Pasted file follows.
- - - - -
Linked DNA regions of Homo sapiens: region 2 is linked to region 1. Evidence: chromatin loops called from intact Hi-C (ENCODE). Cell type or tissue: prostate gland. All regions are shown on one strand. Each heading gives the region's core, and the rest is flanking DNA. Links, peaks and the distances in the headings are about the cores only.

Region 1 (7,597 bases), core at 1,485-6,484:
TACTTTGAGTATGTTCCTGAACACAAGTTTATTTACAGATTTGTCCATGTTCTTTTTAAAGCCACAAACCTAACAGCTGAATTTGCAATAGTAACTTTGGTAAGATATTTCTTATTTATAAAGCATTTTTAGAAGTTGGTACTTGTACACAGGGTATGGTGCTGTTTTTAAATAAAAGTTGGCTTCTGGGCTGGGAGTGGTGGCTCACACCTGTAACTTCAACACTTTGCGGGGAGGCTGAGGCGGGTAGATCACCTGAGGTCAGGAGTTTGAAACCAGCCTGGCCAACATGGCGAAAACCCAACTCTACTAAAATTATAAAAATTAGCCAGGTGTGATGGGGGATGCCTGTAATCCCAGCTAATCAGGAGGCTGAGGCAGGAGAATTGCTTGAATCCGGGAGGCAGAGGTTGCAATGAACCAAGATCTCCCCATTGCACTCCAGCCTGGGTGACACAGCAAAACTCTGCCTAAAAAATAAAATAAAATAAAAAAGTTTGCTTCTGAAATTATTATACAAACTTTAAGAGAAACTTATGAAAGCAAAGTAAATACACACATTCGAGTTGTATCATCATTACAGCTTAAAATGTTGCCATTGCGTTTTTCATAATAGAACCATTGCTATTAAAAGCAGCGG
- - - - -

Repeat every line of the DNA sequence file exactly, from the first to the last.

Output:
Linked DNA regions of Homo sapiens: region 2 is linked to region 1. Evidence: chromatin loops called from intact Hi-C (ENCODE). Cell type or tissue: prostate gland. All regions are shown on one strand. Each heading gives the region's core, and the rest is flanking DNA. Links, peaks and the distances in the headings are about the cores only.

Region 1 (7,597 bases), core at 1,485-6,484:
TACTTTGAGTATGTTCCTGAACACAAGTTTATTTACAGATTTGTCCATGTTCTTTTTAAAGCCACAAACCTAACAGCTGAATTTGCAATAGTAACTTTGGTAAGATATTTCTTATTTATAAAGCATTTTTAGAAGTTGGTACTTGTACACAGGGTATGGTGCTGTTTTTAAATAAAAGTTGGCTTCTGGGCTGGGAGTGGTGGCTCACACCTGTAACTTCAACACTTTGCGGGGAGGCTGAGGCGGGTAGATCACCTGAGGTCAGGAGTTTGAAACCAGCCTGGCCAACATGGCGAAAACCCAACTCTACTAAAATTATAAAAATTAGCCAGGTGTGATGGGGGATGCCTGTAATCCCAGCTAATCAGGAGGCTGAGGCAGGAGAATTGCTTGAATCCGGGAGGCAGAGGTTGCAATGAACCAAGATCTCCCCATTGCACTCCAGCCTGGGTGACACAGCAAAACTCTGCCTAAAAAATAAAATAAAATAAAAAAGTTTGCTTCTGAAATTATTATACAAACTTTAAGAGAAACTTATGAAAGCAAAGTAAATACACACATTCGAGTTGTATCATCATTACAGCTTAAAATGTTGCCATTGCGTTTTTCATAATAGAACCATTGCTATTAAAAGCAGCGG